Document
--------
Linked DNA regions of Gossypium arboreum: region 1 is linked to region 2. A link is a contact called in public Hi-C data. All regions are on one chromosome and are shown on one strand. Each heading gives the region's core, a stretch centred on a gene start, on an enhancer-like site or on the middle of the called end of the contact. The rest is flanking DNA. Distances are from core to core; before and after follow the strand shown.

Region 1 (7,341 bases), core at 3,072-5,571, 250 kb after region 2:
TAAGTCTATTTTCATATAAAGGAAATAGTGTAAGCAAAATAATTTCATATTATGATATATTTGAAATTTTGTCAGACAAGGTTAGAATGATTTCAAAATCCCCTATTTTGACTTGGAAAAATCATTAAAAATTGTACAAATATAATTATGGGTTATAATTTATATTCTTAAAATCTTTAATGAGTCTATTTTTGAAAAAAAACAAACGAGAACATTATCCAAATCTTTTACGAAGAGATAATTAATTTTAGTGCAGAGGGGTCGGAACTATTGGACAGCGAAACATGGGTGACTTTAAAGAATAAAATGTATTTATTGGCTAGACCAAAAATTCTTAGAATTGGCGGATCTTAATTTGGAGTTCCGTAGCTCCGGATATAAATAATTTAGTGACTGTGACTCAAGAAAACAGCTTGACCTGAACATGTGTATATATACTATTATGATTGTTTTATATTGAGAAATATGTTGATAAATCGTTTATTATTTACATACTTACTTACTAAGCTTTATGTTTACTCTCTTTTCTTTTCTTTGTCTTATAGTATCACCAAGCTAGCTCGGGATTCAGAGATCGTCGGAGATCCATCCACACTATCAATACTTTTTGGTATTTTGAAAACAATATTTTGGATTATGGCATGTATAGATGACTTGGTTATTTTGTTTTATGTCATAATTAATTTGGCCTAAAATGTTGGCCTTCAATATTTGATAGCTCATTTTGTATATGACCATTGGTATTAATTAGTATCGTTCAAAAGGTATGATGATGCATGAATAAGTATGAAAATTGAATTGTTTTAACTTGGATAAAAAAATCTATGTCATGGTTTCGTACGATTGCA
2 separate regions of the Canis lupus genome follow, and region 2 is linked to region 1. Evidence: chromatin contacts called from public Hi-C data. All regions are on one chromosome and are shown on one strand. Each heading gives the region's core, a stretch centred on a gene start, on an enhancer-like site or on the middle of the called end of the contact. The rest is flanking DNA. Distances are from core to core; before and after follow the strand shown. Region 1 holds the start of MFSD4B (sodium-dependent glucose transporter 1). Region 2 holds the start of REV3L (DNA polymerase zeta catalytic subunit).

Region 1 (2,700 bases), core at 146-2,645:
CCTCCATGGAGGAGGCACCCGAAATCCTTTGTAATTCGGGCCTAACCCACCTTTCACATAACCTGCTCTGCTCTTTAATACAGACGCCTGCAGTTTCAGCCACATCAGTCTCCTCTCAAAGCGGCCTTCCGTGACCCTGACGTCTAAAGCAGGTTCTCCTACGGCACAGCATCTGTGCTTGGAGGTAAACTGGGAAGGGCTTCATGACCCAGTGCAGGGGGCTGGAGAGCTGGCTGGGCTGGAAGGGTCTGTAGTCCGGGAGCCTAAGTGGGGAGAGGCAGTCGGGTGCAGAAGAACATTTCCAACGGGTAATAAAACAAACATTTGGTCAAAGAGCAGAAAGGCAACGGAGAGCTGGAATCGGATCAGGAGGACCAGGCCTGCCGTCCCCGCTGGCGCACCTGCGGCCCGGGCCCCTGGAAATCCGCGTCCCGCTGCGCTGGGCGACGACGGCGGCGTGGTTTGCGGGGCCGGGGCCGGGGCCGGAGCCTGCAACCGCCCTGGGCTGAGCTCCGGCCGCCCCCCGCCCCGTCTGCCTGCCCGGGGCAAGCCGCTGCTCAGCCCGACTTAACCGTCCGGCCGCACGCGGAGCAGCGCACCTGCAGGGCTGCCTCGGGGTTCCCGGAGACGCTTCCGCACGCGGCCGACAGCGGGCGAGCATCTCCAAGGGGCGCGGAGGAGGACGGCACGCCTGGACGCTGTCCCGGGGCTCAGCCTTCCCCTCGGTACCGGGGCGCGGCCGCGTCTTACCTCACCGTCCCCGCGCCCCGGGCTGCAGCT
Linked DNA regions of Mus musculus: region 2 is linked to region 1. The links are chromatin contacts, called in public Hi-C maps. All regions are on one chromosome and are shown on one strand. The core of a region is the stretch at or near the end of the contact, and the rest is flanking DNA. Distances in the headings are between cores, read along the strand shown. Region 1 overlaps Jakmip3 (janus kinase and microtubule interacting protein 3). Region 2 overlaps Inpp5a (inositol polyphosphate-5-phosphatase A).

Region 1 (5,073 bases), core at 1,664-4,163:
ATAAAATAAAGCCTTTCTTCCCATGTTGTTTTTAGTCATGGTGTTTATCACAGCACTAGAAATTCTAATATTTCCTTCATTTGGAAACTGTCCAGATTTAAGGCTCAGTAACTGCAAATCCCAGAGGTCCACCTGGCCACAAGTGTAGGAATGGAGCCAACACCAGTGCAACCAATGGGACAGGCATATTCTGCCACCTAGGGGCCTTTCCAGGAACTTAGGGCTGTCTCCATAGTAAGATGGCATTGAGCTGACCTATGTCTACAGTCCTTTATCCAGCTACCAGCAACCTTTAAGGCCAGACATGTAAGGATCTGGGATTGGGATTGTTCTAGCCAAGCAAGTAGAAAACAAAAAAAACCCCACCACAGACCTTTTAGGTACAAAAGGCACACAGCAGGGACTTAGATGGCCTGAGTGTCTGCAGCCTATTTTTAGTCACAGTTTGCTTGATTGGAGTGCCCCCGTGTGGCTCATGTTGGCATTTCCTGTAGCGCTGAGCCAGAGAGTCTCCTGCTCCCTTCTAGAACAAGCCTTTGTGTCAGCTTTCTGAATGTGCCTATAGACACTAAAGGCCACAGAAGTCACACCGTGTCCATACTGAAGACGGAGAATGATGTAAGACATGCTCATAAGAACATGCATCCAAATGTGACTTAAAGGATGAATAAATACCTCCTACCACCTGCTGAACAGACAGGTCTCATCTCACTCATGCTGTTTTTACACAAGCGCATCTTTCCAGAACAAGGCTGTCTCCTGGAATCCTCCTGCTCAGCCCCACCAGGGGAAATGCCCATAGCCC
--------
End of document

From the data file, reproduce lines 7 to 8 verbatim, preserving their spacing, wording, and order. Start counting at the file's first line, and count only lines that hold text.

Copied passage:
Linked DNA regions of Mus musculus: region 2 is linked to region 1. The links are chromatin contacts, called in public Hi-C maps. All regions are on one chromosome and are shown on one strand. The core of a region is the stretch at or near the end of the contact, and the rest is flanking DNA. Distances in the headings are between cores, read along the strand shown. Region 1 overlaps Jakmip3 (janus kinase and microtubule interacting protein 3). Region 2 overlaps Inpp5a (inositol polyphosphate-5-phosphatase A).

Region 1 (5,073 bases), core at 1,664-4,163: